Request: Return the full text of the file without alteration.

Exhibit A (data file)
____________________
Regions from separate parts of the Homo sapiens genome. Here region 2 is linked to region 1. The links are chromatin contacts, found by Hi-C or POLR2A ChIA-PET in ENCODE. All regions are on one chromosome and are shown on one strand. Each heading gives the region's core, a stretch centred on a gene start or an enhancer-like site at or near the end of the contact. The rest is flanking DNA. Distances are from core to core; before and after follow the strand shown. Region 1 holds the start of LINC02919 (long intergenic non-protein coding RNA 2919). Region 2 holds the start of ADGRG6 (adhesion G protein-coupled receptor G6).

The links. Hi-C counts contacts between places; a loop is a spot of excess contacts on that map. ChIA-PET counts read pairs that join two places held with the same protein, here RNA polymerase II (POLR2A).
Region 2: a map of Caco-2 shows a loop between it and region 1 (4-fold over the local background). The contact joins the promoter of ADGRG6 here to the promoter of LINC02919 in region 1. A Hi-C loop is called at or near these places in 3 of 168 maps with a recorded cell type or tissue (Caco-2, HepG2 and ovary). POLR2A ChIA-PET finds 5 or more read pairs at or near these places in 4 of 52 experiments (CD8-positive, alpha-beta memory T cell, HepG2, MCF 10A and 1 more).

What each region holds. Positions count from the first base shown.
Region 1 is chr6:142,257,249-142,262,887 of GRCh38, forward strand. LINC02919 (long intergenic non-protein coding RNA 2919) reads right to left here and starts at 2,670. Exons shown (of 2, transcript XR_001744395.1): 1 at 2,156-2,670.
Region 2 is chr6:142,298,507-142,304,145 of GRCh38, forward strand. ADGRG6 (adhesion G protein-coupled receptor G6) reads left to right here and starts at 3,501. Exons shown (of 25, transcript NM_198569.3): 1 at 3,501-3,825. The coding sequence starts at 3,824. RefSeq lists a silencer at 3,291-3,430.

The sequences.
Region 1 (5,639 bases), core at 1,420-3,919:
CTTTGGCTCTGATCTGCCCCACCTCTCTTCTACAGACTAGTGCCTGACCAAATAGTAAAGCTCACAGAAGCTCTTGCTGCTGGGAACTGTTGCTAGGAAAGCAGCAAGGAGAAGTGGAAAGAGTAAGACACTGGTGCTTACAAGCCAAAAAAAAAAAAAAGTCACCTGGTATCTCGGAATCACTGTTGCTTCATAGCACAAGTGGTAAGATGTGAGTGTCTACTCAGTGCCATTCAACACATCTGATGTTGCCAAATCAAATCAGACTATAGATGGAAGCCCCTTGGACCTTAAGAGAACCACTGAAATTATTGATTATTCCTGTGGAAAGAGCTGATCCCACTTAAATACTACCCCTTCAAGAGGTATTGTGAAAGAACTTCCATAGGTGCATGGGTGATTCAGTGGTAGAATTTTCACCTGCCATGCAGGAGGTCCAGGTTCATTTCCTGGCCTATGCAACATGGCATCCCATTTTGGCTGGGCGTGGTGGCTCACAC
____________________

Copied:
Regions from separate parts of the Homo sapiens genome. Here region 2 is linked to region 1. The links are chromatin contacts, found by Hi-C or POLR2A ChIA-PET in ENCODE. All regions are on one chromosome and are shown on one strand. Each heading gives the region's core, a stretch centred on a gene start or an enhancer-like site at or near the end of the contact. The rest is flanking DNA. Distances are from core to core; before and after follow the strand shown. Region 1 holds the start of LINC02919 (long intergenic non-protein coding RNA 2919). Region 2 holds the start of ADGRG6 (adhesion G protein-coupled receptor G6).

The links. Hi-C counts contacts between places; a loop is a spot of excess contacts on that map. ChIA-PET counts read pairs that join two places held with the same protein, here RNA polymerase II (POLR2A).
Region 2: a map of Caco-2 shows a loop between it and region 1 (4-fold over the local background). The contact joins the promoter of ADGRG6 here to the promoter of LINC02919 in region 1. A Hi-C loop is called at or near these places in 3 of 168 maps with a recorded cell type or tissue (Caco-2, HepG2 and ovary). POLR2A ChIA-PET finds 5 or more read pairs at or near these places in 4 of 52 experiments (CD8-positive, alpha-beta memory T cell, HepG2, MCF 10A and 1 more).

What each region holds. Positions count from the first base shown.
Region 1 is chr6:142,257,249-142,262,887 of GRCh38, forward strand. LINC02919 (long intergenic non-protein coding RNA 2919) reads right to left here and starts at 2,670. Exons shown (of 2, transcript XR_001744395.1): 1 at 2,156-2,670.
Region 2 is chr6:142,298,507-142,304,145 of GRCh38, forward strand. ADGRG6 (adhesion G protein-coupled receptor G6) reads left to right here and starts at 3,501. Exons shown (of 25, transcript NM_198569.3): 1 at 3,501-3,825. The coding sequence starts at 3,824. RefSeq lists a silencer at 3,291-3,430.

The sequences.
Region 1 (5,639 bases), core at 1,420-3,919:
CTTTGGCTCTGATCTGCCCCACCTCTCTTCTACAGACTAGTGCCTGACCAAATAGTAAAGCTCACAGAAGCTCTTGCTGCTGGGAACTGTTGCTAGGAAAGCAGCAAGGAGAAGTGGAAAGAGTAAGACACTGGTGCTTACAAGCCAAAAAAAAAAAAAAGTCACCTGGTATCTCGGAATCACTGTTGCTTCATAGCACAAGTGGTAAGATGTGAGTGTCTACTCAGTGCCATTCAACACATCTGATGTTGCCAAATCAAATCAGACTATAGATGGAAGCCCCTTGGACCTTAAGAGAACCACTGAAATTATTGATTATTCCTGTGGAAAGAGCTGATCCCACTTAAATACTACCCCTTCAAGAGGTATTGTGAAAGAACTTCCATAGGTGCATGGGTGATTCAGTGGTAGAATTTTCACCTGCCATGCAGGAGGTCCAGGTTCATTTCCTGGCCTATGCAACATGGCATCCCATTTTGGCTGGGCGTGGTGGCTCACAC